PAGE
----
“Clean your room!” is probably a phrase uttered more often than anyone would like to admit in many households. Keeping one’s room clean is likely one of the main sources of conflict between parents and children of all ages, and is a battle no one wants to fight. To help you, here are seven tips for how to get your child to clean their room.

From the parents’ perspective, keeping a clean room is important. It is not healthy to live among dirt, dust, dirty clothes, old food, etc. It is important to have a sense of pride in one’s space and contribute to a clean and orderly family environment. This is especially true for kids who share rooms with siblings or other family members.

From the child’s perspective, their room is their domain. It is a place to relax, feel free and to exercise a bit of control. When they are in their room, the last thing they want to do is to clean it. Kids and adolescents also don’t share the same concerns about orderliness as their parents often do.

With these opposing perspectives, it is no wonder that keeping a clean room is a regular war fought in many houses. Although there is no way to ensure that this won’t be a source of trouble, there are some things families can do to make it a little easier to navigate.

  1. Set up a clear organization system together. Kids often feel overwhelmed by the idea of cleaning up a messy room. Organize what items are in the room (books, toys, clothes, toiletries, etc.) and make a place, clearly labeled, for each type of item. Many stores have inexpensive bins for this very purpose. Kids may even enjoy helping to decorate or label these.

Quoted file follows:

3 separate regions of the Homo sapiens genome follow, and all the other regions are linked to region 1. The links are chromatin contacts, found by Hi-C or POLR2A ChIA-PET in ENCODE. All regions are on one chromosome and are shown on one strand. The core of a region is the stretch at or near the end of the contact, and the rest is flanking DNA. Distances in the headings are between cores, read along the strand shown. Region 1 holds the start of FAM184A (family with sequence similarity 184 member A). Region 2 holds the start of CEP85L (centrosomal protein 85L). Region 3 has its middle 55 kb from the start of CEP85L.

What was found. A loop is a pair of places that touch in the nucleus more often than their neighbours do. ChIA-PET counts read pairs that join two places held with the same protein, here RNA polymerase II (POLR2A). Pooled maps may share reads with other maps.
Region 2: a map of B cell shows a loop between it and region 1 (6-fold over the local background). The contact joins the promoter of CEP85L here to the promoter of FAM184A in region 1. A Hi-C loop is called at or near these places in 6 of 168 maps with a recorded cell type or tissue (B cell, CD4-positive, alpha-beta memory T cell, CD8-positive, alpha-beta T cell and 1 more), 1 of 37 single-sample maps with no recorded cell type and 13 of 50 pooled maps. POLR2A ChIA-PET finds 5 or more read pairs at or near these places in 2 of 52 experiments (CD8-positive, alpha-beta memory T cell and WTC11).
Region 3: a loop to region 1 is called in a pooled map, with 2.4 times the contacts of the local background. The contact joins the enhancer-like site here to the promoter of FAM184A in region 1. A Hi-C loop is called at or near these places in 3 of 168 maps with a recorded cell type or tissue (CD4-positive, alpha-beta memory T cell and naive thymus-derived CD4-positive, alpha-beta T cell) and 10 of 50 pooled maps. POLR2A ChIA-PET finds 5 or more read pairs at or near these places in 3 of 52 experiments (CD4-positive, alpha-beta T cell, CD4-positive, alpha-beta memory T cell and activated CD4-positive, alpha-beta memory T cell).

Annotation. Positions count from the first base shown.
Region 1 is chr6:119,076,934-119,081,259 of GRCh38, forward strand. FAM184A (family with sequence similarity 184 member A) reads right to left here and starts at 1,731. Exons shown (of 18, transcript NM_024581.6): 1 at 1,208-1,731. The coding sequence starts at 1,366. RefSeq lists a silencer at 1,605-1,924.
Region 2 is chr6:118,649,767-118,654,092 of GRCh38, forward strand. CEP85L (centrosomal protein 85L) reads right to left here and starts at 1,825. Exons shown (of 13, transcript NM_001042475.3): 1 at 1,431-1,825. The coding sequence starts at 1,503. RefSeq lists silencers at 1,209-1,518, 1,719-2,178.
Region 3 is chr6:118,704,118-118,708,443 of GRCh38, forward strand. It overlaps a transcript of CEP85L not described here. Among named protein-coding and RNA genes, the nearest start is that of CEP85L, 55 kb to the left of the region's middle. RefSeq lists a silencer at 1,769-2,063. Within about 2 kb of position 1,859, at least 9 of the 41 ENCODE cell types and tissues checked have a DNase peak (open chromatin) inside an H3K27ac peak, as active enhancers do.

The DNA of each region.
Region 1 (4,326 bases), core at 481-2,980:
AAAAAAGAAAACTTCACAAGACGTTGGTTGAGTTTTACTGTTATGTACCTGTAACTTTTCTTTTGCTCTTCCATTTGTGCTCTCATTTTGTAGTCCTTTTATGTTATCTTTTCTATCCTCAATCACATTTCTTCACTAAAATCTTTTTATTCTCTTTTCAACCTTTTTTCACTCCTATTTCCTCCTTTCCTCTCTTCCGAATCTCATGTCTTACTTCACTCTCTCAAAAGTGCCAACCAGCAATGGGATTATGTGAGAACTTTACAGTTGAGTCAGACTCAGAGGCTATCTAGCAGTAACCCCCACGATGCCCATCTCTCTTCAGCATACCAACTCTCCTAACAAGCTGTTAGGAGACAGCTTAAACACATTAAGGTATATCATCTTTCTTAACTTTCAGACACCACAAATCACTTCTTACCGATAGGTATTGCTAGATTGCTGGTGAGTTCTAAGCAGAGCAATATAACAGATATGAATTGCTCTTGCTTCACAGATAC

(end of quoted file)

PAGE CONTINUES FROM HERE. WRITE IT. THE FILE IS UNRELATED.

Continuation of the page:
2. Work together the first time to clean so that your child can learn an organized way of going about it. For example, show them how to pull everything out and make piles for trash, clothes, books, toys, etc. Once they have piles, they can put everything away in the bins, shelves, or drawers you have labeled.
  3. For younger kids, make sure to give more specific instructions than just “clean your room.” For example, tell them to take their art supplies off the floor and table and put them in their art box.
  4. Establish daily tasks that minimize the huge cleaning projects. For instance, request that they put dirty clothes in the laundry basket daily or make sure that all trash is off the floor.
  5. Plan a specific day of the week to clean the room and come up with that day/time in collaboration with your child to make sure it is something that works for both of you.
  6. Don’t forget to praise your child even for the small things they do to keep the room clean and say thank you. This goes a long way. Imagine how nice it feels (or would feel) when your family thanks you for keeping the house clean.
  7. Consider doing a reward system by having your child earn “points” or “stars” either for the maintenance tasks or for cleaning. Even if you feel that this should be something that is always done and not rewarded, you can save yourself a lot of difficulty by acknowledging that your child has worked hard to keep their space clean. Points could be traded for staying up a little late, choosing a family activity, getting out of another chore, or whatever you and your child come up with together.


Eleanor Mackey, PhD, is a child psychologist and works primarily with the Obesity Institute and Children’s Research Institute. Dr. Mackey is also a mother of two girls.

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